OPINION | Harry Styles, Orville Peck and Troye Sivan are subverting ideas of toxic masculinity through their music

2020-04-03 13:03
 
Harry Styles

As a non-binary person, one of the aspects of pop culture to I like to look at closely is how different artists respond to the pressures put on them by society to conform. Specifically, the pressure to conform to archaic ideas of how they relate to masculine tropes. 

Like a former boy band member seducing woman after woman in their lyrics and in their music videos. 

Or a cowboy and country singer belting out songs about shooting men and going to prison because he's 'tough as nails'. 

Or a beautiful pop singer only singing about superficial issues that don't go beyond cute kisses and crushes. 

As award-winning author Chimamanda Ngozi Adichie once said: "By far the worst thing we do to males — by making them feel they have to be hard — is that we leave them with very fragile egos."

So, I decided to zoom in on three white, male music stars who I think are expressing their art in a way that subverts expectation. I picked them, not only because I love each one of their music, individually, but because they're all making big waves in the industry right now. I also think that this subsection of musicians occupying a specific place of privilege can often be the group that perpetuate stereotypes the most, so I wanted find examples of people who fly in the face of that. 

HERE IS HOW HARRY STYLES, ORVILLE PECK AND TROYE SIVAN ARE SUBVERTING IDEAS OF TOXIC MASCULINITY THROUGH THEIR MUSIC:

ORVILLE PECK:

Orville Peck

Responding to music and connecting to an artist is often an involuntary thing. Sometimes you hear a musician recommended by your streaming service that you might not have otherwise listened to and you just connect with them.

That's what happened to me with Orville Peck. I've always been a quiet fan of country artists like Kacey Musgraves and The Dixie Chicks, but something about Orville made me feel like I should tell the world about him.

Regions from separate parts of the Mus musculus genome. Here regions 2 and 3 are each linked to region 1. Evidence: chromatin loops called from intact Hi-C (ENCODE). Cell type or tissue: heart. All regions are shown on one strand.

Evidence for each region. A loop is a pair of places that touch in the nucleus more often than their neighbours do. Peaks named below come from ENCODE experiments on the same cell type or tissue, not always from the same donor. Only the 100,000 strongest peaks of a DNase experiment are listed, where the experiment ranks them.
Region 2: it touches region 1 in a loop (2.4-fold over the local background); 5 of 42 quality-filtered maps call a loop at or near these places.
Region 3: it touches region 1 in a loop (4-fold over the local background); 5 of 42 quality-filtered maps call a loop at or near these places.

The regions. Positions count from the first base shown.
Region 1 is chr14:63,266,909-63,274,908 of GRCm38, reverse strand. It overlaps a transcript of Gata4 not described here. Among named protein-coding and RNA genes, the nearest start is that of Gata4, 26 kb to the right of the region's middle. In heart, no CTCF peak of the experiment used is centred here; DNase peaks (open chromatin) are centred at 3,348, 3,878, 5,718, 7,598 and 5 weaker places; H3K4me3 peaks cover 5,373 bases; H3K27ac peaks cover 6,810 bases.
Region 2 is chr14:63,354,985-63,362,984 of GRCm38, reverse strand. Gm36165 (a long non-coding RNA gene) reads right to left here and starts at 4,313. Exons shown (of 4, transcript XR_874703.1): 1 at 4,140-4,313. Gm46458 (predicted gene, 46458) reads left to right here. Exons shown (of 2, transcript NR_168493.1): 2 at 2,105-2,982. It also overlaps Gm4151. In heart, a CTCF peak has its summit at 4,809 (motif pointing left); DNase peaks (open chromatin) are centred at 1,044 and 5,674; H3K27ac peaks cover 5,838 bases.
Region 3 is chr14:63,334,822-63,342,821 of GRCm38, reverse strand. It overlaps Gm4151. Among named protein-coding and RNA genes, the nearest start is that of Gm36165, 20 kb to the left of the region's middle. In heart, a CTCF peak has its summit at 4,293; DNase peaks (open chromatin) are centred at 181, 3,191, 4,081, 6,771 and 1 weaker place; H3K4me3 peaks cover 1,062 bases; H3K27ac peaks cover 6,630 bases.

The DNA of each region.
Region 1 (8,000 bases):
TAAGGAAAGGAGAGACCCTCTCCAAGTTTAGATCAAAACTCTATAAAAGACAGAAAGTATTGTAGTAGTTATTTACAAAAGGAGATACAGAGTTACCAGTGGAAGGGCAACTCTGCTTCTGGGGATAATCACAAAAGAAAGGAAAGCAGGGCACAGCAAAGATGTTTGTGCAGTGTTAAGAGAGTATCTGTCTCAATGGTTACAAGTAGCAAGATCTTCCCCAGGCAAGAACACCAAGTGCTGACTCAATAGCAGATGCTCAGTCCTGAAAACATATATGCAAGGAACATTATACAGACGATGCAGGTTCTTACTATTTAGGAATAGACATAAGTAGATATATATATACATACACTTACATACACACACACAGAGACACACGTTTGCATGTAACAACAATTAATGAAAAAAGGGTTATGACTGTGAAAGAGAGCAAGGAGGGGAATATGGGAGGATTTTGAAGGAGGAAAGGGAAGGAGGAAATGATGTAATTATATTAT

Something about his blend of subversive cowboy stereotypes, drag queens and other LGBTI imagery really connected with me. He does this by embodying the idea of the "Marlboro Man" in his masked stage persona. A cowboy, who doesn't need anyone, never letting others see his vulnerable side with a gravelly voice that harkens back to Johnny Cash or Hank Williams.

The classic and often toxic idea or masculinity that is often damaging to perpetuate. But then when you watch his videos you see how he references roses, intimacy beyond the physical, and sultry seduction. Not to mention powerful drag queens and a broad church of people from all backgrounds. 

One of the best examples of this is his new video for Summertime. In it, he wears all black and looks the image of bravado, but then he holds a pink flower and croons wistfully: "Punish those who love young/Never right on time/Watch each other fallin' ", expressing a rare vulnerability. 

WATCH THAT VIDEO – RELEASED ON WEDNESDAY – HERE: 

HARRY STYLES: